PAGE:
KAWAGOE (AP) — Clouds began to gather yesterday over Kasumigaseki Country Club, and the matching Swiss smiles of Albane Valenzuela and her brother, Alexis, could not have been brighter. This is their Olympic moment that nothing can spoil.
It’s why Valenzuela, a Phi Beta Kappa at Stanford, gave up her last semester of college golf. Turning pro was her best chance to get back to the Olympics, this time with her 19-year-old brother as her caddie. He is more than a brother.
“He is our miracle,” she said.
Alexis was three when he was diagnosed with an autism spectrum disorder. He didn’t speak the first five years of his life — doctors said he might never speak — and the family was told he probably would never be able to attend school. He now speaks three languages.
Is he a miracle? Alexis pondered this while holding an umbrella for his sister.
“I think I’m grateful every day to do what I do,” he said. “In life, I always try to be happy. I don’t know if I’m a miracle for some reason. I’m just trying to be happy. I try to enjoy every moment.”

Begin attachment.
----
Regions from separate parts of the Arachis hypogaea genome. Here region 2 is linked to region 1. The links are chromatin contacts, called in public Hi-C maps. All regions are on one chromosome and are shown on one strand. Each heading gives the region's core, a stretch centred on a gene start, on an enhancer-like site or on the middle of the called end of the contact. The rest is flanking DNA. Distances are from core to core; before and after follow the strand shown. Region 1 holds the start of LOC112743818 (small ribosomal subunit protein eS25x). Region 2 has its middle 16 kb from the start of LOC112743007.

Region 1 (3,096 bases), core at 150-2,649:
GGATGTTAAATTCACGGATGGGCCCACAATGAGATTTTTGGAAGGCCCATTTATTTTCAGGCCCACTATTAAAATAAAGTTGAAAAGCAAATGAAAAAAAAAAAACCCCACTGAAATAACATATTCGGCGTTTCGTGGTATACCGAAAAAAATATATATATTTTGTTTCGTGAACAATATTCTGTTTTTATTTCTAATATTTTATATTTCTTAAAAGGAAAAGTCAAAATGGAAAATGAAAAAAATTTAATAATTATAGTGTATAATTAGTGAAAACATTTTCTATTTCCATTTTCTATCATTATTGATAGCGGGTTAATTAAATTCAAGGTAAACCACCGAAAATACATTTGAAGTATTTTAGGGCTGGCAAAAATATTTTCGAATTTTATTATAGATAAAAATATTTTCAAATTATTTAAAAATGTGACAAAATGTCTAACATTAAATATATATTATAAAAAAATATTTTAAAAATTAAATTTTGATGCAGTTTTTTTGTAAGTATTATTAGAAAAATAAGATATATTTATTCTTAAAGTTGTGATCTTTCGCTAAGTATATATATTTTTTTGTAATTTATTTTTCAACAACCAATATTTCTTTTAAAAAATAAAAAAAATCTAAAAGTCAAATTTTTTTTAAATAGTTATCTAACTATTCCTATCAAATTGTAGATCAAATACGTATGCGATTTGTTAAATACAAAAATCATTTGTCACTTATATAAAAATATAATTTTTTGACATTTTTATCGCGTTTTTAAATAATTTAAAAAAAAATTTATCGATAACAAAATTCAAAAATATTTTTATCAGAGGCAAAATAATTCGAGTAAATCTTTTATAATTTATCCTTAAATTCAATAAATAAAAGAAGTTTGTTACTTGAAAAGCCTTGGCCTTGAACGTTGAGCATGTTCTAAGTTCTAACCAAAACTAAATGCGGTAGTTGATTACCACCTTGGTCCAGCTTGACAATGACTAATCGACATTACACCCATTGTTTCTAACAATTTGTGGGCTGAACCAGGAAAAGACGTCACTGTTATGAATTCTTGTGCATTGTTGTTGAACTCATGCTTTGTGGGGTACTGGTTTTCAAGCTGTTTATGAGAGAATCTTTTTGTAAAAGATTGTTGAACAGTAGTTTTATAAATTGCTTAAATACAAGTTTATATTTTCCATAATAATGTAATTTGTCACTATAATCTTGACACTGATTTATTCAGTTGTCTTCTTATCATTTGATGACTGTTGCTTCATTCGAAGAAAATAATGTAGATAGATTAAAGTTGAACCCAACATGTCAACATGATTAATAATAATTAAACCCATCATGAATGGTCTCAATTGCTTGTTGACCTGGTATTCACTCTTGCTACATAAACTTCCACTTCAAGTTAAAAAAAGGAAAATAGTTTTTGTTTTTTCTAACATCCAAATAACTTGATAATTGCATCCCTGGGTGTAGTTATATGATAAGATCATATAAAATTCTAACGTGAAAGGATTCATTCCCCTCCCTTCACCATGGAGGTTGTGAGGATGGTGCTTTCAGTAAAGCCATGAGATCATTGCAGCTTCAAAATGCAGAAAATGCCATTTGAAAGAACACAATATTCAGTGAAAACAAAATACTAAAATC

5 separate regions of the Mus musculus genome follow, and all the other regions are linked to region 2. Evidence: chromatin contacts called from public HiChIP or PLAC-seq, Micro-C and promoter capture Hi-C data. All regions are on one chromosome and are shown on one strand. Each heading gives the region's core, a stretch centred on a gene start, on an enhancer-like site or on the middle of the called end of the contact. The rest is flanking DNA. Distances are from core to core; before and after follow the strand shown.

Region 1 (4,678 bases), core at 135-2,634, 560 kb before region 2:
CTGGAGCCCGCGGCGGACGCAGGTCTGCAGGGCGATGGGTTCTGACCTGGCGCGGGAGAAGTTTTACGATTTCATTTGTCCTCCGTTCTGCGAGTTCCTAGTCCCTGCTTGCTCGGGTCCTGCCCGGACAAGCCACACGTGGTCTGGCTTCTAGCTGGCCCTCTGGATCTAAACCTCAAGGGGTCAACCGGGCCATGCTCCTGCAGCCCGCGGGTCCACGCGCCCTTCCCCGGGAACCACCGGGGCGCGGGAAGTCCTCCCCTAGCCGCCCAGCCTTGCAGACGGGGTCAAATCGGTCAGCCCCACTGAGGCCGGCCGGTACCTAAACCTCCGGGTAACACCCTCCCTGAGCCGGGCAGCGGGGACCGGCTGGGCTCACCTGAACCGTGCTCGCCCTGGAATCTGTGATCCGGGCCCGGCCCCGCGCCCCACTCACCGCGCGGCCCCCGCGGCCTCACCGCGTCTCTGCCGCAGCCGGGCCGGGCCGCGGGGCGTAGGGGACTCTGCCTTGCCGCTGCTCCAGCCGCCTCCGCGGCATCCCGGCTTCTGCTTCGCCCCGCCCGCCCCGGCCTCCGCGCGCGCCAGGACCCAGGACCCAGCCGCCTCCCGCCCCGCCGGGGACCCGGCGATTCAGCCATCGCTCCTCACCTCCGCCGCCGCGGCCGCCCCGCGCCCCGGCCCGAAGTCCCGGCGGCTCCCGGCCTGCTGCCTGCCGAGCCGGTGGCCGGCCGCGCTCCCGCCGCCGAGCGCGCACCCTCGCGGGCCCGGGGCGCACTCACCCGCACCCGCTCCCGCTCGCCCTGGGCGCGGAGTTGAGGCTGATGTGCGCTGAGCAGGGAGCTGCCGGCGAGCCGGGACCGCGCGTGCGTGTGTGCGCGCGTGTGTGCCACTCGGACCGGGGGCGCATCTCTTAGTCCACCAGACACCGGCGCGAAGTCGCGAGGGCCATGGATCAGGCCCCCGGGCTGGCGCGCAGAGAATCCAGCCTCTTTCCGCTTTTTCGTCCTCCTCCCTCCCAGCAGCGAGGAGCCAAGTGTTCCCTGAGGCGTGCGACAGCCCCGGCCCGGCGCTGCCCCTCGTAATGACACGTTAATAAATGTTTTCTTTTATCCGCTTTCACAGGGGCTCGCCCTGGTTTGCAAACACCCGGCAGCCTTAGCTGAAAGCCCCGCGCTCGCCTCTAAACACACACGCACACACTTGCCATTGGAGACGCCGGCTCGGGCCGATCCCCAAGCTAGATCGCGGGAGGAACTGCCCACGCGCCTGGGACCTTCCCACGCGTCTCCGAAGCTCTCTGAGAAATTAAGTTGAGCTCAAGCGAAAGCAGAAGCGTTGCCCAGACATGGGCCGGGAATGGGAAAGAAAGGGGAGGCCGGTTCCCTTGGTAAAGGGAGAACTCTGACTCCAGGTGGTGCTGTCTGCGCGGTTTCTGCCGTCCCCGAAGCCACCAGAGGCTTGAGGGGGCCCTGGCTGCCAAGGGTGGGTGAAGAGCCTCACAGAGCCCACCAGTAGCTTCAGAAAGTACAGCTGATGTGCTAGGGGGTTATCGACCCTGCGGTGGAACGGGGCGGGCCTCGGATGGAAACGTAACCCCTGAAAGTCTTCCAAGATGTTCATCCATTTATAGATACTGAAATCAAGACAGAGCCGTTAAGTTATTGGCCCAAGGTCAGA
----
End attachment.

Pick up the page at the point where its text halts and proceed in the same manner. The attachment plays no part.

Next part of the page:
His inspiration is so powerful that Albane wrote about him for her college entrance essay, mainly the influence he has had on her.
“How he shaped me to become a mature person aware of life’s realities,” she said. “Growing up with someone with autism gives you different perspectives and insights into life.”
The Valenzuela family is unique in so many ways, with golf at the core.
She is the daughter of a Mexican father and a French mother, a resident of three international cities before she was a teenager.
Alberto Valenzuela played college golf at UCLA and was a French Amateur champion playing an exhibition at Evian Golf Resort in 1991 when he met his wife, Diane.
They lived in New York when their daughter was born, moved to Mexico City when Albane was three and to Geneva three years later. She became a Swiss citizen at age 14 and played under the Swiss flag throughout her amateur career.